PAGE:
• Gag Reel – Shenanagins on the, er, set?
  • The World of Stunts – A brief look at the number of stunts involved in this film (more than I could count).
  • The World of Warcraft on Film – A six-part “Making of…” feature that covers the various aspects of the movie.
    • Origin Story – A basic overall look at the film itself, its origins (hence the title of the feature) as well as  how it was brought to screen and so forth.
    • The World of Talent – A look at some of the actors who brought their unique skills to the movie.
    • The World of VFX – The role of visual effects and how they played into things.
    • Outfitting a World – A look at costume design.
    • The World of Mo-Cap – The motion capture technology is given a look If you’ve ever seen the ones on The Hobbit, this is the same technology..
    • The Fandom of Warcraft – Some of the die-hard fans are profiled.
  • Warcraft: Bonds of Brotherhood Motion Comic – Essentially a digital comic book, this runs nearly an hour and is divided into five different chapters.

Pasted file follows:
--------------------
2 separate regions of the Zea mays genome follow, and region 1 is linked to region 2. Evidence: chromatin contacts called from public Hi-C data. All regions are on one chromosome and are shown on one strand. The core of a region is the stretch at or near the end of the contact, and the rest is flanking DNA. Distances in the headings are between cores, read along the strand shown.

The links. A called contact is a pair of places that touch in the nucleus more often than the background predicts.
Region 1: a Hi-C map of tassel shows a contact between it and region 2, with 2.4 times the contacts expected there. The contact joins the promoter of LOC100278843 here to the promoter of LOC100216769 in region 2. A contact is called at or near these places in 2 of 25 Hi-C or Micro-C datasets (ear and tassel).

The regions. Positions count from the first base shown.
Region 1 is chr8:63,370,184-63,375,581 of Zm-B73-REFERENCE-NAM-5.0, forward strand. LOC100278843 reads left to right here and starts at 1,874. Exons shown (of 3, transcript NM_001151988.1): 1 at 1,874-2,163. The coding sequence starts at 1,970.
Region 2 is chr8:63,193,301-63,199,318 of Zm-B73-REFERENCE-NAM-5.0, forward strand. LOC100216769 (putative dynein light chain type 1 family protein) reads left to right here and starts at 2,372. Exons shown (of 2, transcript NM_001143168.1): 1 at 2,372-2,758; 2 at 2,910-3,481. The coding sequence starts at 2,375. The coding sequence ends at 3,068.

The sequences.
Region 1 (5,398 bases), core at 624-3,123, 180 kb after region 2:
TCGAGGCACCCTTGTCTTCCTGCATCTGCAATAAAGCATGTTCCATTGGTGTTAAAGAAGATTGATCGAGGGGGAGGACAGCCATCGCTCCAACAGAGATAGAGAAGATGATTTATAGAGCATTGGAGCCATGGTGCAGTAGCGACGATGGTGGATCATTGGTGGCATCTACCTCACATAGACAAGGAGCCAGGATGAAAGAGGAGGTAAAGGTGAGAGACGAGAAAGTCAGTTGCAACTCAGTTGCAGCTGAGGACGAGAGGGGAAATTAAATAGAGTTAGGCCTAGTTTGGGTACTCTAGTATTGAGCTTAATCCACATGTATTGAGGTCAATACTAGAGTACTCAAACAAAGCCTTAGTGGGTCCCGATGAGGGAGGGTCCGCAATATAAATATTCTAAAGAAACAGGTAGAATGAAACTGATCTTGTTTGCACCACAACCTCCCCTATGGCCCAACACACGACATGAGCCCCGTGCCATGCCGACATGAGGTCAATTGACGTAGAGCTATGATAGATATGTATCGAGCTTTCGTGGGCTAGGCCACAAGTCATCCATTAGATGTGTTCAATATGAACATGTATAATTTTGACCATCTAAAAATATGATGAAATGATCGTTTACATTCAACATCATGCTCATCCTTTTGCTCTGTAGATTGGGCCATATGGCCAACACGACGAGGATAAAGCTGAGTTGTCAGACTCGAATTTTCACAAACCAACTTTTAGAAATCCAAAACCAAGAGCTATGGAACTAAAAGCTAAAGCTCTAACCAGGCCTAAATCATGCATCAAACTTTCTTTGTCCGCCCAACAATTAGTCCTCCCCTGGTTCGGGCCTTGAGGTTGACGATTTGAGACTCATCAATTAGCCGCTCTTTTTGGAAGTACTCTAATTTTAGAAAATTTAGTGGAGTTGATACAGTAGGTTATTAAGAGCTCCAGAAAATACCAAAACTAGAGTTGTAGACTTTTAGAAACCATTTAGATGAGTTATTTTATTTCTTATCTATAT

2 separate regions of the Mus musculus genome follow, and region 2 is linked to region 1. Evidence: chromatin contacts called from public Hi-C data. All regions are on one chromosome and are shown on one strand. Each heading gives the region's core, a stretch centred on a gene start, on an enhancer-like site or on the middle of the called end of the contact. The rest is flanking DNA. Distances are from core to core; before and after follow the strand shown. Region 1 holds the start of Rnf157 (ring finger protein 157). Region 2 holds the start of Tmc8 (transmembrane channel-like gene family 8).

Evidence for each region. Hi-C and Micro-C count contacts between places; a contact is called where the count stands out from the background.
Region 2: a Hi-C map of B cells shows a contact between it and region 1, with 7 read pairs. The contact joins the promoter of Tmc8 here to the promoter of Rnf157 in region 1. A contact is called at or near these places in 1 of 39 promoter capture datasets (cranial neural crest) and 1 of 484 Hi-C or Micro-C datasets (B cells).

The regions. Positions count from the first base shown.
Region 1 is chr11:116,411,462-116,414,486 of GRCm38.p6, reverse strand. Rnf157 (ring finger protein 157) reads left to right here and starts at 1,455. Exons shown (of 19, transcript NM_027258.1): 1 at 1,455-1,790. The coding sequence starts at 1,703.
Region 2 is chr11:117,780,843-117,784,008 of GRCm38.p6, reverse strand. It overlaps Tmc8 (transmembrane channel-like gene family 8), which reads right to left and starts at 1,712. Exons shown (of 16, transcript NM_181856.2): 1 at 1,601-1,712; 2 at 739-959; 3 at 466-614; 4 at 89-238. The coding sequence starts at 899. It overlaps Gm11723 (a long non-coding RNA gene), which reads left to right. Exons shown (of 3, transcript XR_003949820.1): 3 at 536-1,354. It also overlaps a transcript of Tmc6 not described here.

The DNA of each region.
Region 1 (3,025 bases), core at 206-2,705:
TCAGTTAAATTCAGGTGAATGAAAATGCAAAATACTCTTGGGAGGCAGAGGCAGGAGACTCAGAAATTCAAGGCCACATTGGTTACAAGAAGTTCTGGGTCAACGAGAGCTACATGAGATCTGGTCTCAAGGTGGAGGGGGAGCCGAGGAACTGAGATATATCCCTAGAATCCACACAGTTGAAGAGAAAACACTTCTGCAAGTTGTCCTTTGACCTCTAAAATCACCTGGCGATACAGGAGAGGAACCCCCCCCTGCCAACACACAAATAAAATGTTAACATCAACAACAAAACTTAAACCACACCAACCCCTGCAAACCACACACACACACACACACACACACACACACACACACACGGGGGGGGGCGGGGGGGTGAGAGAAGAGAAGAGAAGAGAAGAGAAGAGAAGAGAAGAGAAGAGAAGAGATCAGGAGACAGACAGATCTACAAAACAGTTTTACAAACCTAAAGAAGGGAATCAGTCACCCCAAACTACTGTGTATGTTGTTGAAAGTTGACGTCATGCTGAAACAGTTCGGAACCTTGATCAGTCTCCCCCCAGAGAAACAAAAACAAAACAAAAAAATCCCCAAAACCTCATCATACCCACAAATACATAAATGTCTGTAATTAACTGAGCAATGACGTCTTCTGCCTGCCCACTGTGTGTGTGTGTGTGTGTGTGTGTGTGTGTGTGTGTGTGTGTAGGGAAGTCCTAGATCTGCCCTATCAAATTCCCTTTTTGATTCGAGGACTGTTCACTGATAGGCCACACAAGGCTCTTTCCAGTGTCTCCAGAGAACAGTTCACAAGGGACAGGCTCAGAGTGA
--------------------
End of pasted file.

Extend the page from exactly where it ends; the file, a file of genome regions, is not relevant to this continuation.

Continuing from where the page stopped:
• Warcraft: The Madame Tussauds Experience – We get a crash course on how some of the sets were staged and constructed.
  • ILM: Behind the Magic of Warcraft – Some raw footage to completion are shown in progress.
  • Warcraft Teaser – 2013 – Pretty much that. A teaser shown for the movie.

The Bottom Line

In terms of visuals alone, Warcraft gets a pass. Unfortunately, in terms of characters and plot, it fails miserably. For a casual viewer, there’s just nothing here of interest, or that makes a lick of sense. There are worse films of this sort, but also much better ones. Unless you’re a fan of the source material, skip it.

Disc Features
  • (2.40:1) Aspect Ratio
  • Video Codec: AVC
  • Audio: Dolby TrueHD
  • Audio: Dolby Atmos
  • Theatrical Trailer
  • Audio Commentary
  • Deleted Scene(s)
  • Featurette
  • Documentary
  • Digital Copy
  • 2 Disc Set
  • IMDb Information Rotten 28%
Warcraft: The Beginning (Ultra HD 4K Blu-ray)

3.5
Video
Audio
Extras